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Research: not a job, but a lifestyle

You grow up learning about the different career choices that you can have. There’s the usual – fireman, police officer, or doctor. You don’t expect to hear about the researcher.

As a kid, I watched my parents do the typical 9 to 5 job. My dad, a nuclear engineer, and my mom, a cashier at the local supermarket were out of the house and at work by the time I was heading to school. They didn’t quite follow the 9 to 5 rule, in the sense that they left earlier in order to come home earlier, but their hours were pretty routine. I always assumed that, because my parents always had a regular schedule, that all jobs must be like that.

When I began doing research at the National Cancer Institute in my hometown, as part of my high school experience, I experienced first-hand how the 9 to 5 rule didn’t apply there. Some days, I would spend just a few hours working in lab, and some days, I would find myself heading home at 7 pm after a half day of school. I hardly imagined research being so time-consuming. It wasn’t that I didn’t enjoy my time in lab. In fact, it was the exact opposite. Most days, I wouldn’t even realize that I was leaving at dusk.

In the three years after freshmen year of college, I spent my time balancing classes and laboratory work, as I did in high school. It wasn’t uncommon that I contemplated whether I should finish my problem set due tomorrow or finish the cloning that I needed to do for lab first. And more often than not, I found myself having midnight “lab parties” with the other undergraduate students. It wasn’t until the next day that I would question my career choices, but I was generally too busy thinking about what needed to be accomplished that day to complain.

Now that I’m in graduate school at Stanford University, I’m finding it much easier to have a healthier lab and class schedule, just due to the lack of classes taken in graduate school. My time now is far more flexible than ever before, and I can spend more time delving into the research. I appreciate the fact that I can think more about my project on MHCTCR interactions, learn more about this immunological field, and observe other interesting research that is happening.

Stanford University looking down Palm Drive.
Stanford University looking down Palm Drive.

Just a week ago, the Nobel Prizes for Chemistry and Physiology or Medicine were announced, and two current Stanford faculty, Michael Levitt and Thomas C. Sudhöf, celebrated with colleagues and students. The party for professor Sudhöf was situated in the foyer, just down the hall from where I worked. It was a surreal experience to watch people gather around with cameras and excitedly taking pictures of the man whose fame exploded over night. Despite the chaos, I distinctly remember how he felt about his prize. He mentioned how excited he was that his research, performed over a decade ago, earned him a spot among the greatest scientists in the world. However, despite the time that has passed, he is still excited about his research today. Every new discovery, big or small, is exciting as the last discovery. You rarely see professors retire from their positions, and if they do, they still spend the majority of their time involved with research in some way.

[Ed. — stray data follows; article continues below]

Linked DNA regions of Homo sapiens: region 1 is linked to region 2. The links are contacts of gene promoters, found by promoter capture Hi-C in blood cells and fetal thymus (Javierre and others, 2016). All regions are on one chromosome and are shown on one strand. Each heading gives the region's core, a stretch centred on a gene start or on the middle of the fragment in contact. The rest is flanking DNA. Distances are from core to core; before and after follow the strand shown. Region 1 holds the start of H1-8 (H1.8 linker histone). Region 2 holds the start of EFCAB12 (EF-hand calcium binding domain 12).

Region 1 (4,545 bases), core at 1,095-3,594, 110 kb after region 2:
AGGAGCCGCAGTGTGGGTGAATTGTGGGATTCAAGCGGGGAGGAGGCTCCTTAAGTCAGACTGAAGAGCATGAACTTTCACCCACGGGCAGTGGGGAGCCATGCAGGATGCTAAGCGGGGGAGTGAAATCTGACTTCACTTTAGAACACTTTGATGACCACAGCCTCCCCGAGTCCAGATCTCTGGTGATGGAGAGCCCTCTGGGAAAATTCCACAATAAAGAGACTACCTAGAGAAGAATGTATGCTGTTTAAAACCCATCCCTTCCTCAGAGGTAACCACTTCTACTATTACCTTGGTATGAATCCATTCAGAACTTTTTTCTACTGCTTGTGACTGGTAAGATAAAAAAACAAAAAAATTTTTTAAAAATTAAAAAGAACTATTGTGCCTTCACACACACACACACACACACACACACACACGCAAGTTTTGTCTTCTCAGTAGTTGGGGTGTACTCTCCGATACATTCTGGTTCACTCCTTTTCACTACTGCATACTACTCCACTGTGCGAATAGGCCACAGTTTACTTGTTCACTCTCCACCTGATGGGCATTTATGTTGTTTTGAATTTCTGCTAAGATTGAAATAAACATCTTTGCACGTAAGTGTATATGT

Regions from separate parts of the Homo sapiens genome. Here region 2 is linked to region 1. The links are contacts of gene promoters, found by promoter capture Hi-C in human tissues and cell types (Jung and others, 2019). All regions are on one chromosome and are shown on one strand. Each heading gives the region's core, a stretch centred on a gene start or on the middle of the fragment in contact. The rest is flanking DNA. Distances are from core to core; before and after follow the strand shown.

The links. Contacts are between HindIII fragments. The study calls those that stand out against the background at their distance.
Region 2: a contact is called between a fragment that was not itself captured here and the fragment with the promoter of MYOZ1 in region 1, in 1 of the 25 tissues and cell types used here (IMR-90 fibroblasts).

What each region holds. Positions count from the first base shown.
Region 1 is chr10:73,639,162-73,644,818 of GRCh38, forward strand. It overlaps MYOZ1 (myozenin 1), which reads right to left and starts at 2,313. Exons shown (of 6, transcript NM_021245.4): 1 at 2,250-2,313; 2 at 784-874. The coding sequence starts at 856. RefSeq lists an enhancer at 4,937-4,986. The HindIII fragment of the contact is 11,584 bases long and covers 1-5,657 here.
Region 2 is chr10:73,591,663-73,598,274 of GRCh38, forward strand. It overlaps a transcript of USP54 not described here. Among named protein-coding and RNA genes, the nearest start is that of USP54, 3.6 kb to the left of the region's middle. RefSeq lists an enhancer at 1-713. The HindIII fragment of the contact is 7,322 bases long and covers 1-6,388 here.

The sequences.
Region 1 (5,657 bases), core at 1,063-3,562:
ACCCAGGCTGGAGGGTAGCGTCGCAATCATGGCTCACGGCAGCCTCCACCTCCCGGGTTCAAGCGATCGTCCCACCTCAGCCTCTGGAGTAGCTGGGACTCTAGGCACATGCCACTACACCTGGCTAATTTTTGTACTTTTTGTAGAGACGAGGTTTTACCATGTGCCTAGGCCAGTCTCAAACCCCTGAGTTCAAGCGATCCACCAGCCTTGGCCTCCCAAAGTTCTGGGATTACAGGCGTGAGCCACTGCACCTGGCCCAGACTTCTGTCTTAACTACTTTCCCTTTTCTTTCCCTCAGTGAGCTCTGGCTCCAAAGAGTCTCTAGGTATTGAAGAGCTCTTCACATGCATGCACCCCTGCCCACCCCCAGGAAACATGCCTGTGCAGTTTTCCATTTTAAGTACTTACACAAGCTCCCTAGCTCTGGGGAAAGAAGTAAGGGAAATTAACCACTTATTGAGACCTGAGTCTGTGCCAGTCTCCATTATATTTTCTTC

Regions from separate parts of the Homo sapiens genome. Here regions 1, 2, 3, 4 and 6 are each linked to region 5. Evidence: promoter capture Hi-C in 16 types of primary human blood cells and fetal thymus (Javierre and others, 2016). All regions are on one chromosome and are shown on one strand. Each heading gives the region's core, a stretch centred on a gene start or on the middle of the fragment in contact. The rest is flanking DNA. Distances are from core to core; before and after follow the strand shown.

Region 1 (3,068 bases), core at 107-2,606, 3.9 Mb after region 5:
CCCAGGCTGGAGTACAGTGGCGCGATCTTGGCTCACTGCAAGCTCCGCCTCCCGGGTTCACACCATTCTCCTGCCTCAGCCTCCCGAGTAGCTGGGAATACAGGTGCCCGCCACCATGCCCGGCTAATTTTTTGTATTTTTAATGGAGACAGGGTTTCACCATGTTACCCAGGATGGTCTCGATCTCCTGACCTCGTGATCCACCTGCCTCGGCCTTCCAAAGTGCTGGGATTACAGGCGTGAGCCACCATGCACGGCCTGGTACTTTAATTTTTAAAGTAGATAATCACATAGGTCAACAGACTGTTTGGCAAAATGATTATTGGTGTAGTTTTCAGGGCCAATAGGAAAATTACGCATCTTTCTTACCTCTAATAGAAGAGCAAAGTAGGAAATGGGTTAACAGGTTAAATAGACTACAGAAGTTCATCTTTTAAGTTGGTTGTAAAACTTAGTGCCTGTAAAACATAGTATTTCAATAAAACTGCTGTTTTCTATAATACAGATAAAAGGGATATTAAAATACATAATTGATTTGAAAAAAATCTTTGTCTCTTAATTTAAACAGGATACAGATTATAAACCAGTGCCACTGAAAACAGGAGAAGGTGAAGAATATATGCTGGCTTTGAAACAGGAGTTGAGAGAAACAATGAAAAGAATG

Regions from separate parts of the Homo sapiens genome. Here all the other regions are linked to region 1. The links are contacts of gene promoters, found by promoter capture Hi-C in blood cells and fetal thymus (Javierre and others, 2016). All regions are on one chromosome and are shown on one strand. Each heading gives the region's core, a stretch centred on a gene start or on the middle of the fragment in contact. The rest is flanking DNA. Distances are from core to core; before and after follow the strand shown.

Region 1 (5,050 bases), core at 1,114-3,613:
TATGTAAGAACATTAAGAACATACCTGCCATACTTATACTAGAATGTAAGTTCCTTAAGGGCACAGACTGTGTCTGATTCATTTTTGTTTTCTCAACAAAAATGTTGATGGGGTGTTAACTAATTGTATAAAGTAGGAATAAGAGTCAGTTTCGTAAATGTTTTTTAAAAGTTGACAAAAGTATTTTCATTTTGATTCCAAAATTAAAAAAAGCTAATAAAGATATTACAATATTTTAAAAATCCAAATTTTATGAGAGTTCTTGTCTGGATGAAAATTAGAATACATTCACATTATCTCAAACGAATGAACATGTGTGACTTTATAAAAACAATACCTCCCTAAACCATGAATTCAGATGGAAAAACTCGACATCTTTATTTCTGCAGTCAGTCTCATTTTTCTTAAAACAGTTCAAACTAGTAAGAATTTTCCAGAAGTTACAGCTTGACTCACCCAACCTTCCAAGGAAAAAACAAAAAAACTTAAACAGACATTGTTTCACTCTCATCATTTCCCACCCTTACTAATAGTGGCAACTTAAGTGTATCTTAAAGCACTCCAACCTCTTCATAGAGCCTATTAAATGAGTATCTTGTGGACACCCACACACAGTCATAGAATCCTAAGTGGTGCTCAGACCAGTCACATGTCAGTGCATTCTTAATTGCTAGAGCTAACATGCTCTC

Stanford Professors and 2013 Nobel Prize recipients in Chemistry (Left: MichaeL Levitt) and Physiology or Medicine (Right: Thomas C. Sudhöf). Adapted from source.
Stanford Professors and 2013 Nobel Prize recipients in Chemistry (Left: MichaeL Levitt) and Physiology or Medicine (Right: Thomas C. Sudhöf). Adapted from source.

This is a general theme in research. Those who enjoy research don’t see doing research as work. Instead, it’s a lifestyle. You may not work the typical 9 to 5 job that others do, but that’s because research shouldn’t be seen as a job. Just because you leave the lab, doesn’t mean that your work is over for the day. Instead, your work travels with you, and you constantly think about your research at home while you eat dinner, or while you take a shower, or when you wind down for the day lying in your bed. When you see research in this light, the discoveries, whether big or small, are what drive your passion for research.

When I leave lab, I’m not really done with work for the day. I realize now that the time I spent in high school and in my undergraduate years doing research was well spent. I didn’t do it because I needed to do it. I didn’t do it because it was a means of income, especially since there are far better careers to earn money. I did research because I enjoyed the creativity and the problem solving. I’ve never felt that I have had a “real” job, since all I’ve done, at the core of it, is explore the biological world with complex techniques and incredible technologies. What’s most surprising in this line of work is that there is always something new to learn. And, because of that, I doubt I’ll consider my research as complete, that is, something that I’ll leave behind at the end of the day. I’ll never be done with my research; but, that is part of its charm.







Marvin is a PhD candidate at Stanford University in Immunology. He was an editor-in-chief at the Caltech Undergraduate Research Journal. See it at Follow on twitter @Marvzipan.

  1. Great post. It’s interesting to see how many different career opportunities there are in the same field, and how you really can twist each one to fit what you like and what you’re good at.

  2. I have long been waiting for such a writing. Actually i have received this at such a time when i am really bored on research. This will give me new research life, inspiration and refuel me. Thanks to author.

  3. This is such a great well-written article on conducting research. I have similarly worked in a lab since high school and have continued to do so in my undergraduate years.

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